The partnership couldn't come at a better time. Duyar says the parks department is preparing to take on a challenge that will result in a lot of extra wood waste over the next few years: the emerald ash borer. "We found the insect last year in our area," she says. "Not this summer, but next summer I expect it's going to pick up. Within the next three to four years, we'll be removing our ash trees."

Once it starts, Duyar estimates that the department will be removing 300 to 400 ash trees per year from Metro Parks alone, not counting the other woodland areas around Louisville. "With our own personnel, we can handle the workload created by the EAB infestation," says Duyar. "Our main concern was how we would dispose of the waste wood."

Evolve and Educate

Glowacki has hopes of taking the county's wood waste resources even further in coming years. There's room for a third biomass plant if the county opts to build one, and Glowacki hopes to explore other uses for the wood scraps that aren't suitable for biomass. "Our ultimate goal would be that we could use any of the secondary stuff, the slash and chunk wood, to make biochar," she says.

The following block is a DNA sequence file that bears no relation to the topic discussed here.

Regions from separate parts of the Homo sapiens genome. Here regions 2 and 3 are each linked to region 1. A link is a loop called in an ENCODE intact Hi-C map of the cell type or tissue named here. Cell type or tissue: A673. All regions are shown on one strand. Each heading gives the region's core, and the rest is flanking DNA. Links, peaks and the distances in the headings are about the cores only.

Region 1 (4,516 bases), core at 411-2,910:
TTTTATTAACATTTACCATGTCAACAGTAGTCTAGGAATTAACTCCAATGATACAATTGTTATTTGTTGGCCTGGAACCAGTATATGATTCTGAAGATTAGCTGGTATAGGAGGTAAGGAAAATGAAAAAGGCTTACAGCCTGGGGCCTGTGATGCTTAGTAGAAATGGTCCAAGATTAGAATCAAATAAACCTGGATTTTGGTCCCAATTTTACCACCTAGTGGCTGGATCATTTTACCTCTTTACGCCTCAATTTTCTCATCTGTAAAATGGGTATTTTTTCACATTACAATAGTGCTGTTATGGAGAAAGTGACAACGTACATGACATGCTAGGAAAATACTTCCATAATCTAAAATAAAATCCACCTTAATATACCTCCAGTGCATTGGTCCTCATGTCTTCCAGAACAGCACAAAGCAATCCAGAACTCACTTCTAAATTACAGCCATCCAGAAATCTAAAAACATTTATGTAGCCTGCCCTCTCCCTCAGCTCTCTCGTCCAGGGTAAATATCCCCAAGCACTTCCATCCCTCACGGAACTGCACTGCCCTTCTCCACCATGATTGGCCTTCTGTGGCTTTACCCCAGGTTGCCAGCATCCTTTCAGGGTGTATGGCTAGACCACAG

Biochar is created by burning wood at a low temperature, resulting in a charcoal-like substance that, among other uses, can be used to enhance soil. "We would harvest the trees, turn them into biochar and return that to the land to help plants grow."

While Glowacki concedes that not every community has 30,000 acres of forest at its disposal, she thinks the potential results make it worthwhile for parks programs. "This is an ideal scenario," she says. "We have hundreds of miles of trails. It's a great education for our park users when they see us thinning and stop and ask why we're doing the thinning, where it goes, how it's used."

In Louisville, Duyar expects that the partnership with Recast will eventually be expanded to include other city departments. "I can't ask for a better agreement," she says. "It makes environmental and economic sense for both sides."